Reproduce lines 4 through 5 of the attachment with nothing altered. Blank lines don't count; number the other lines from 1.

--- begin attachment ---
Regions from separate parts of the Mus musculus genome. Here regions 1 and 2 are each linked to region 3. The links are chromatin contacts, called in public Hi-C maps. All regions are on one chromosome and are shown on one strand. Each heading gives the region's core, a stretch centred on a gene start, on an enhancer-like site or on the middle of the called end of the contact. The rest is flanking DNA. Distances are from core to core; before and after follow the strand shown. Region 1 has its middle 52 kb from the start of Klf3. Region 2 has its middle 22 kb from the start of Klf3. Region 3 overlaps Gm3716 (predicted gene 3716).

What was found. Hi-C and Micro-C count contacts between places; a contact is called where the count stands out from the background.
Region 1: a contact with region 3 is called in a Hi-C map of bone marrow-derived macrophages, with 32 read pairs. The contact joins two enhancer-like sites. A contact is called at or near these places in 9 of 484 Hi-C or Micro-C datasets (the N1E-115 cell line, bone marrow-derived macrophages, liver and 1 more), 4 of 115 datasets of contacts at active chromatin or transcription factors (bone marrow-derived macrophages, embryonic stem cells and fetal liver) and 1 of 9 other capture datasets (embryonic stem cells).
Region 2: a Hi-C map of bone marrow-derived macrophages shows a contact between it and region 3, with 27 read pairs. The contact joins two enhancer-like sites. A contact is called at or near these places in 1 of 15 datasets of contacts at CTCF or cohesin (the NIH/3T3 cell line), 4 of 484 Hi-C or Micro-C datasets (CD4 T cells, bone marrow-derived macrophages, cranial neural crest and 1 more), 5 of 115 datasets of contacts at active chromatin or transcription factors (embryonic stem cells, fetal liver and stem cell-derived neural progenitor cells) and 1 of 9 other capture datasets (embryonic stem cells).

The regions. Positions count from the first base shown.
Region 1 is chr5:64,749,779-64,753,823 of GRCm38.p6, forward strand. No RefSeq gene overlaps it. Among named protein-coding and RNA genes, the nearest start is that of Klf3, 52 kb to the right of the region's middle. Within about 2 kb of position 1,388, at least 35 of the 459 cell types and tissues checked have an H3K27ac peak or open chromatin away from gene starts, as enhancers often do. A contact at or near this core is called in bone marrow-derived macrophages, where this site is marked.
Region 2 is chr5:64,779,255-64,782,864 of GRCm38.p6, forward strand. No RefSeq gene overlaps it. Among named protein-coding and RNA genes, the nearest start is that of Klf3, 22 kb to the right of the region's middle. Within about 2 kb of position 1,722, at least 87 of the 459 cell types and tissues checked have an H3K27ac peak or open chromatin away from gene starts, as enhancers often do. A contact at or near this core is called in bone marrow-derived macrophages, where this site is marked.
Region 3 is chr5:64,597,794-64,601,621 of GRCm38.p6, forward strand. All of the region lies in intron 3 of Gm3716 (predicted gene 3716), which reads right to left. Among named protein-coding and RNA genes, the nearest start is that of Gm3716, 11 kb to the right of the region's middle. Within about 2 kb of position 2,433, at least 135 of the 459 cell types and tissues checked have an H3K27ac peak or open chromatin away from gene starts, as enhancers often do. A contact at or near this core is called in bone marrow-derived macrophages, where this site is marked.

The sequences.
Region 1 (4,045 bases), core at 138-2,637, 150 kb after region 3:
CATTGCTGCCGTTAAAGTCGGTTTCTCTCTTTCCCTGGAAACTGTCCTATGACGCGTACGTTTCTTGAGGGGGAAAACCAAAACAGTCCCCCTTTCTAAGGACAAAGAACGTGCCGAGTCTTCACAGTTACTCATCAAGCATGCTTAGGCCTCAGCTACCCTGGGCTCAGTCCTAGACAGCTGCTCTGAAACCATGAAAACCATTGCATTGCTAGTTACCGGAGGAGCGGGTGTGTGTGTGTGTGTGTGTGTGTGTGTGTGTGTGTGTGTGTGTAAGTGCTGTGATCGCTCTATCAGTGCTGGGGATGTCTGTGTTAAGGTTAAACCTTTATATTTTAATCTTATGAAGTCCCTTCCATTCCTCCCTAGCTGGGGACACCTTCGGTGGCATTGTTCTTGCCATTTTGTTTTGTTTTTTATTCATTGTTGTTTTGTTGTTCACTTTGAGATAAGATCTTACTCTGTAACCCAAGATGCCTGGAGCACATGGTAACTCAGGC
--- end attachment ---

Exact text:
Region 2: a Hi-C map of bone marrow-derived macrophages shows a contact between it and region 3, with 27 read pairs. The contact joins two enhancer-like sites. A contact is called at or near these places in 1 of 15 datasets of contacts at CTCF or cohesin (the NIH/3T3 cell line), 4 of 484 Hi-C or Micro-C datasets (CD4 T cells, bone marrow-derived macrophages, cranial neural crest and 1 more), 5 of 115 datasets of contacts at active chromatin or transcription factors (embryonic stem cells, fetal liver and stem cell-derived neural progenitor cells) and 1 of 9 other capture datasets (embryonic stem cells).

The regions. Positions count from the first base shown.